Brainworks: Erin Adams
If you’ve leafed through a celebrity magazine, watched network television, gone to Las Vegas or visited a well-heeled California home, you’ve seen the work of Erin Adams. She may be the most ubiquitous installation artist in the United States and the most unknown. Her 20-year-old firm, Brainworks, doesn’t bear her name, and there is no bio on her website.
“It isn’t about me being famous,” says Adams, 47. “It’s about this work being out there and sort of surrounding you.”
Building on an early-childhood art education led by nuns—“they were very helpful,” Adams laughs —Adams specialized in installation work at Otis Art Institute. It never felt inevitable to her that she would starve for her art, as so many of her peers assumed (and did themselves). Now, with her commercial art company Brainworks, she works for prominent clients who want her backdrops, decorative paintings, and original sets featured in their photography shoots, restaurants, television shows and homes. ABC, Vince Vaughn, Lily Tomlin and Kathy Najimy have all asked Adams for her work, and Caesar’s Palace hotel mall in Las Vegas bears Adams’s stately, ancient Roman designs.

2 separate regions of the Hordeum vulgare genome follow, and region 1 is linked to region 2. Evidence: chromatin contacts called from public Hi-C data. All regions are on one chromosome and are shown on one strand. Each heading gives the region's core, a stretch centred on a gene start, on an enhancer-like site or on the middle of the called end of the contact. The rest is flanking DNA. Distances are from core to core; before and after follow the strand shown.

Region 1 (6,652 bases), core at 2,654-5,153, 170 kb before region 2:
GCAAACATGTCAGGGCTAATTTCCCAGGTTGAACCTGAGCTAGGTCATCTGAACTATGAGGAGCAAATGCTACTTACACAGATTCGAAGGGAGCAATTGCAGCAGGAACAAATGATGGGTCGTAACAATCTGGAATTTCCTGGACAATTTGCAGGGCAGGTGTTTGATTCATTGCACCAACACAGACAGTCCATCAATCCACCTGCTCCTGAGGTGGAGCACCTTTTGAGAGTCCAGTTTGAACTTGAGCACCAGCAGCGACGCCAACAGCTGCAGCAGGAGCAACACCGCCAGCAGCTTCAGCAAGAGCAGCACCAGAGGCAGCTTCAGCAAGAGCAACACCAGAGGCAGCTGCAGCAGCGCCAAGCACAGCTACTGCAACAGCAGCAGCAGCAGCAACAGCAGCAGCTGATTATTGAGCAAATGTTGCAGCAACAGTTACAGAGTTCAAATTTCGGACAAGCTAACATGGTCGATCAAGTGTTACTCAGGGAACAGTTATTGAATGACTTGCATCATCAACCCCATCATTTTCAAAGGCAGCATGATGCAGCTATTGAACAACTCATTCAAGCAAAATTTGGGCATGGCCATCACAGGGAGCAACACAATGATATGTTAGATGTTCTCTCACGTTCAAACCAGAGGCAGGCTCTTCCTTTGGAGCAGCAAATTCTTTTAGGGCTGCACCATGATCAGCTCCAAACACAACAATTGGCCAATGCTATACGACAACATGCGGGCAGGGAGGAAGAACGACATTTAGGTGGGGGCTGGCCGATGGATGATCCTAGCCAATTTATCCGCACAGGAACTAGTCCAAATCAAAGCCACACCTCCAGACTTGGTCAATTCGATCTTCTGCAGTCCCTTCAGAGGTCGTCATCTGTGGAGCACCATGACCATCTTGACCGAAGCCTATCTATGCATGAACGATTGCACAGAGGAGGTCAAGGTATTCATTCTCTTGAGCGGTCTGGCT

“It’s been really fun not having a boring job. It’s different every day,” Adams says. A recent client was Dolly Parton, who wanted her home “…very southwest looking. A lot of bright colors. She likes it all pink and cute. It’s fun.”
In Los Angeles, a place Adams credits for “constantly remaking itself,” Brainworks is never at a loss for high-profile clients. It also leaves her time for some large-scale hobbies. Adams restored a cathedral in Los Angeles’ historic Adams District, and the city keeps her on the historic landmark list for future projects.